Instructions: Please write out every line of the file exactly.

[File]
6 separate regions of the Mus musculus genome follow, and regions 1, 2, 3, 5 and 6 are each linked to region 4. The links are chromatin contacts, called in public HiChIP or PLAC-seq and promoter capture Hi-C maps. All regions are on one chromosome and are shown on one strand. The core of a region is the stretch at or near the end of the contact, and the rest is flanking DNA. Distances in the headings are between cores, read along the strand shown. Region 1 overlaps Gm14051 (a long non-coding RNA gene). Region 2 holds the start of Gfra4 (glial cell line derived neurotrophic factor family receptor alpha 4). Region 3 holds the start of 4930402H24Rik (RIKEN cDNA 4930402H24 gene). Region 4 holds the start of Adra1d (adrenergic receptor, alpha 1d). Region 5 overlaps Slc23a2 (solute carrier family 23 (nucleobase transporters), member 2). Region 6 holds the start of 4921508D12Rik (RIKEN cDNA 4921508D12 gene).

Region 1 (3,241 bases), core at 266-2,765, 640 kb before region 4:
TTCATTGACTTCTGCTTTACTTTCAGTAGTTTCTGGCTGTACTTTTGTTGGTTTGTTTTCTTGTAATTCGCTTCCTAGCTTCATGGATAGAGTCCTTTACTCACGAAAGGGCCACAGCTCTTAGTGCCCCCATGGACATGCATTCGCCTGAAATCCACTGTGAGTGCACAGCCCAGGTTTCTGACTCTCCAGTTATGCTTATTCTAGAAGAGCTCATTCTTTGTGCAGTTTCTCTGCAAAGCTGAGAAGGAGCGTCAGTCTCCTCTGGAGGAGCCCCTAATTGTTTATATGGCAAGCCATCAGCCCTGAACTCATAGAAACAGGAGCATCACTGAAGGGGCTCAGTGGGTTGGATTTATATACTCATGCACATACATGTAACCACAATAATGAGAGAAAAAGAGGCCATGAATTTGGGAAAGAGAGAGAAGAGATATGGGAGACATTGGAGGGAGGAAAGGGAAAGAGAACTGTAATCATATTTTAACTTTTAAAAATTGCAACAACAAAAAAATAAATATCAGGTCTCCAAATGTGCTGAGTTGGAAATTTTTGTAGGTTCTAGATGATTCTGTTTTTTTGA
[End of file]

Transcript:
6 separate regions of the Mus musculus genome follow, and regions 1, 2, 3, 5 and 6 are each linked to region 4. The links are chromatin contacts, called in public HiChIP or PLAC-seq and promoter capture Hi-C maps. All regions are on one chromosome and are shown on one strand. The core of a region is the stretch at or near the end of the contact, and the rest is flanking DNA. Distances in the headings are between cores, read along the strand shown. Region 1 overlaps Gm14051 (a long non-coding RNA gene). Region 2 holds the start of Gfra4 (glial cell line derived neurotrophic factor family receptor alpha 4). Region 3 holds the start of 4930402H24Rik (RIKEN cDNA 4930402H24 gene). Region 4 holds the start of Adra1d (adrenergic receptor, alpha 1d). Region 5 overlaps Slc23a2 (solute carrier family 23 (nucleobase transporters), member 2). Region 6 holds the start of 4921508D12Rik (RIKEN cDNA 4921508D12 gene).

Region 1 (3,241 bases), core at 266-2,765, 640 kb before region 4:
TTCATTGACTTCTGCTTTACTTTCAGTAGTTTCTGGCTGTACTTTTGTTGGTTTGTTTTCTTGTAATTCGCTTCCTAGCTTCATGGATAGAGTCCTTTACTCACGAAAGGGCCACAGCTCTTAGTGCCCCCATGGACATGCATTCGCCTGAAATCCACTGTGAGTGCACAGCCCAGGTTTCTGACTCTCCAGTTATGCTTATTCTAGAAGAGCTCATTCTTTGTGCAGTTTCTCTGCAAAGCTGAGAAGGAGCGTCAGTCTCCTCTGGAGGAGCCCCTAATTGTTTATATGGCAAGCCATCAGCCCTGAACTCATAGAAACAGGAGCATCACTGAAGGGGCTCAGTGGGTTGGATTTATATACTCATGCACATACATGTAACCACAATAATGAGAGAAAAAGAGGCCATGAATTTGGGAAAGAGAGAGAAGAGATATGGGAGACATTGGAGGGAGGAAAGGGAAAGAGAACTGTAATCATATTTTAACTTTTAAAAATTGCAACAACAAAAAAATAAATATCAGGTCTCCAAATGTGCTGAGTTGGAAATTTTTGTAGGTTCTAGATGATTCTGTTTTTTTGA